But wait a minute. Here’s something else interesting. Women have a higher sickness rate than men – 2.9 percent as against 2.1 percent.
And guess what? The public sector workforce is two-thirds female. The male sickness rates in the public and private sectors are almost the same – 2.0 percent and 2.1 percent. When it comes to taking sick days, gender, it seems, is as important a factor as which sector a person works in. Much of the higher public sector sickness rate is due to its female workers.
Why should this be? The traditional explanation, as the Telegraph article linked above says, is that women take sick days when their children are ill. I’ve never seen any data on this (and I’m not sure how easy it would be to research) but it might explain some of the difference. However, the sort of work that women do may also influence their higher absence rates.
The data show that sickness is highest in ‘personal service occupations’ and ‘sales and customer service occupations’ – both at 3.6 percent. This is not surprising. Minor illnesses, such as coughs and colds, were the largest single cause of absence. The more people you deal with on a day-to-day basis, the more likely you are to catch a cold. And, of course, personal and customer service occupations are disproportionately female, so the higher absence figure for female workers shouldn’t be that much of a surprise either.
Because of the nature of their work, frontline public sector staff spend more time than their private sector counterparts dealing with people who are ill. The women working in the public sector are disproportionately concentrated in these personal and customer service occupations. (I don’t have any data for this but I’m pretty sure it’s true.) Think about the people you are most likely to meet at a hospital, council office or job centre. The face of the public sector is overwhelmingly female. The men are in management meetings or on the occasional ward round. On the whole, it is women who interact with the masses and breathe in their germs. This goes some way to explaining both the higher absence levels for women and for pubic sector workers.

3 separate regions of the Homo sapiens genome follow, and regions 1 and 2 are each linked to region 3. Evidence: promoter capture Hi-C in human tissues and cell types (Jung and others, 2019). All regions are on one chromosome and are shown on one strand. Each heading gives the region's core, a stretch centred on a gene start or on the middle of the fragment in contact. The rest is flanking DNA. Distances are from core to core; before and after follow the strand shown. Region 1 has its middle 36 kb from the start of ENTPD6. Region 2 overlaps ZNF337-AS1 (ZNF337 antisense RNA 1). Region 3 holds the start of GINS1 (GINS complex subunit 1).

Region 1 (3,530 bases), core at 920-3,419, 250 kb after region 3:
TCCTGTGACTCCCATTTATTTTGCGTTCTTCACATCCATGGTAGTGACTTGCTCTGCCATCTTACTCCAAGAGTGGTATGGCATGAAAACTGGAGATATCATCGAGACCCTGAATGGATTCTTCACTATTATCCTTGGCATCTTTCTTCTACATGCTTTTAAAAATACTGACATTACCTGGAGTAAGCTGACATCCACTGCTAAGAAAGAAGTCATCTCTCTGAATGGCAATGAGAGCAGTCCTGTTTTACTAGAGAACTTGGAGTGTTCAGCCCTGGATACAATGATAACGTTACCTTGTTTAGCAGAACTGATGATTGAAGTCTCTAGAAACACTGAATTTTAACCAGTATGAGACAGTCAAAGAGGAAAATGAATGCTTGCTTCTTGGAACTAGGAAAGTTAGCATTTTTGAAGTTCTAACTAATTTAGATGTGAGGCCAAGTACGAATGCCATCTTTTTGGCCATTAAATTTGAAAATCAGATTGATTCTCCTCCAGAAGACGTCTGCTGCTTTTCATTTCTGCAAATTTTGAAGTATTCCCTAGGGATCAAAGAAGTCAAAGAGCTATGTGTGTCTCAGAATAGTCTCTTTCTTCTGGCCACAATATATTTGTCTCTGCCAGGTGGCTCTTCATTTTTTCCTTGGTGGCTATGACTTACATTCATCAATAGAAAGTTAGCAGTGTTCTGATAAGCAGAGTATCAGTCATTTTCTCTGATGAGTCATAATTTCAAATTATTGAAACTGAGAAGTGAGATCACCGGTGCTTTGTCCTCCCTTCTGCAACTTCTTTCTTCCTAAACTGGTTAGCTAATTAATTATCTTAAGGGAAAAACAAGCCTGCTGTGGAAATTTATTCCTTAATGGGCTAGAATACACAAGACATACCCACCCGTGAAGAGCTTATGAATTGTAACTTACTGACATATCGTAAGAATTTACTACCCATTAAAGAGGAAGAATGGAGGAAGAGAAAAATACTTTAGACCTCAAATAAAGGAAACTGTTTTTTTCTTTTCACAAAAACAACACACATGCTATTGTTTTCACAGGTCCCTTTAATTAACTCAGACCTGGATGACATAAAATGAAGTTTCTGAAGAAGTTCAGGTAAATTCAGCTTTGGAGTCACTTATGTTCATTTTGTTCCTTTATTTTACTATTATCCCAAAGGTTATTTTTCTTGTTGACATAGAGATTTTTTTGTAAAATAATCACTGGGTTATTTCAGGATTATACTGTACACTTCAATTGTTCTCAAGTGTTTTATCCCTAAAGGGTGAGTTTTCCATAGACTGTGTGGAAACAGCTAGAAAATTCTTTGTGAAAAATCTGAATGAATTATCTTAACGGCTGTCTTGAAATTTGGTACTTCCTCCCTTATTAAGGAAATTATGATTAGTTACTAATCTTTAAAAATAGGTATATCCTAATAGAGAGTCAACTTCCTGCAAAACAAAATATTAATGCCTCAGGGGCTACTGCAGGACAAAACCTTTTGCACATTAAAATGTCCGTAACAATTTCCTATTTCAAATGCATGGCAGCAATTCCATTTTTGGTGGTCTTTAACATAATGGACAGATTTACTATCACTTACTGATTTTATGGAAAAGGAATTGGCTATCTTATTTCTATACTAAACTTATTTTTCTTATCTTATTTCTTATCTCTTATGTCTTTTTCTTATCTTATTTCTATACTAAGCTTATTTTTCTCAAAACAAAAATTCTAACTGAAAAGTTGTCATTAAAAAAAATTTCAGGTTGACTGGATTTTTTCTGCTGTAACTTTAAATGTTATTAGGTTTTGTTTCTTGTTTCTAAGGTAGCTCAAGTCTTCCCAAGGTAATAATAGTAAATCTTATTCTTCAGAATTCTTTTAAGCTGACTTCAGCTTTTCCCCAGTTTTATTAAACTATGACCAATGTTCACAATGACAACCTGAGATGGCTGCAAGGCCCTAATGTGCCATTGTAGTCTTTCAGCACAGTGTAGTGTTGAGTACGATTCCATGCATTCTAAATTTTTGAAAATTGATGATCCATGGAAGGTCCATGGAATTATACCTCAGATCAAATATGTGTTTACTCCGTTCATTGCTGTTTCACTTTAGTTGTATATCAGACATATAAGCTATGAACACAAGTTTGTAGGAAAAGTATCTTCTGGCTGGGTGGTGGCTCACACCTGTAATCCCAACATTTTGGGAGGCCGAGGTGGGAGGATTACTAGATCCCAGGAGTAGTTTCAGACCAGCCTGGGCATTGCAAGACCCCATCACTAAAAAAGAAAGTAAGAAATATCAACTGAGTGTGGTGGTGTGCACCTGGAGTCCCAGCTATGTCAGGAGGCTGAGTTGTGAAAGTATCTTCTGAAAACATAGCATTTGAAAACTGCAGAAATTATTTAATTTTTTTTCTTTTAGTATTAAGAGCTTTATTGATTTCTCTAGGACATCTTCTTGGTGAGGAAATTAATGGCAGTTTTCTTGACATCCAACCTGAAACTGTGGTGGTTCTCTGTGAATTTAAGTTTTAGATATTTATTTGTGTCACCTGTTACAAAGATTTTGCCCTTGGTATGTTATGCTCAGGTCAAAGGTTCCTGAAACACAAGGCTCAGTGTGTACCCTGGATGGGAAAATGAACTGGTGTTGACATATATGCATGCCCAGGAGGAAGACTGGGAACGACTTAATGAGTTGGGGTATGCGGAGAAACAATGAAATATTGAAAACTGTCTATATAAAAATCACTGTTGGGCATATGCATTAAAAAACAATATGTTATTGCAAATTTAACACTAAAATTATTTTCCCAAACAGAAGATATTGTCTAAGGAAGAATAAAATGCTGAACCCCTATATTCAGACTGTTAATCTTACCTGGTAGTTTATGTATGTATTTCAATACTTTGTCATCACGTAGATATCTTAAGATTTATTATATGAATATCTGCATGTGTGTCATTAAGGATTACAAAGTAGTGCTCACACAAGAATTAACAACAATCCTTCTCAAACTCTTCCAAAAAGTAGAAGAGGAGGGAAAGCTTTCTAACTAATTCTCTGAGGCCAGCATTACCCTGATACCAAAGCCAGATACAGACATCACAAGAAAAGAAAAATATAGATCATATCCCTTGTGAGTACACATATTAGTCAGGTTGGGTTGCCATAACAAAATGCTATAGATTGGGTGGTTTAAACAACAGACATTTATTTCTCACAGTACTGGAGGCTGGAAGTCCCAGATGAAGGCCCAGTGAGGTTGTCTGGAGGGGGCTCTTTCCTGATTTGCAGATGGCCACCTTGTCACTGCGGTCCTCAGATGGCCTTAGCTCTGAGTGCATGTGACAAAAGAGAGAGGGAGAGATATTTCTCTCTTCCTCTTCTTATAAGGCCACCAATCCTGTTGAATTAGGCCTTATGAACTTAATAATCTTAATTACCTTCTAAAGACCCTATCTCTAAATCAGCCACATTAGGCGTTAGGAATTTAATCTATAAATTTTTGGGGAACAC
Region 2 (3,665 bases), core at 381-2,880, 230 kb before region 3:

But the most interesting thing about these figures isn’t the difference between sectors, genders and professions at all. The difference between sickness rates over time is far greater, ranging from 3.4 percent in the early 2000s to 2.1 percent in 2009. There was a sharp fall during the depths of the recession, as you might expect, but the trend over the past decade has been downwards. According to these figures, a buoyant economy didn’t lead to an explosion in sickies.
Could this be because employers are getting better at managing sickness? Excessive absence is, for the most part, a performance management issue. The data seem to indicate that there is, for many people, an element of choice in whether or not to take a sick day. Sickness absence fell during the recession which suggests that people who might normally have taken a sick day chose not to when they knew their employers were planning to cut heads.
In general, performance management in the public bodies has some way to go. The CIPD was scathing about public sector absence and performance management in its report last year. But the trend in public sector absence is downwards too, so perhaps some managers have been doing something right after all.
When you scratch beneath the surface, then, sickness absence is more complex than the headline figures suggest. The data certainly don’t support the traditional image of a public sector stuffed full of shirkers and skivers. None of this is to say that public sector managers don’t need to work harder to manage absence and performance; many of them clearly do. But much of the difference may be because public sector workers are concentrated in jobs where catching coughs, colds and stomach bugs is an occupational hazard. The differences between public and private sector sickness are not as great as those with a political axe to grind would have us believe.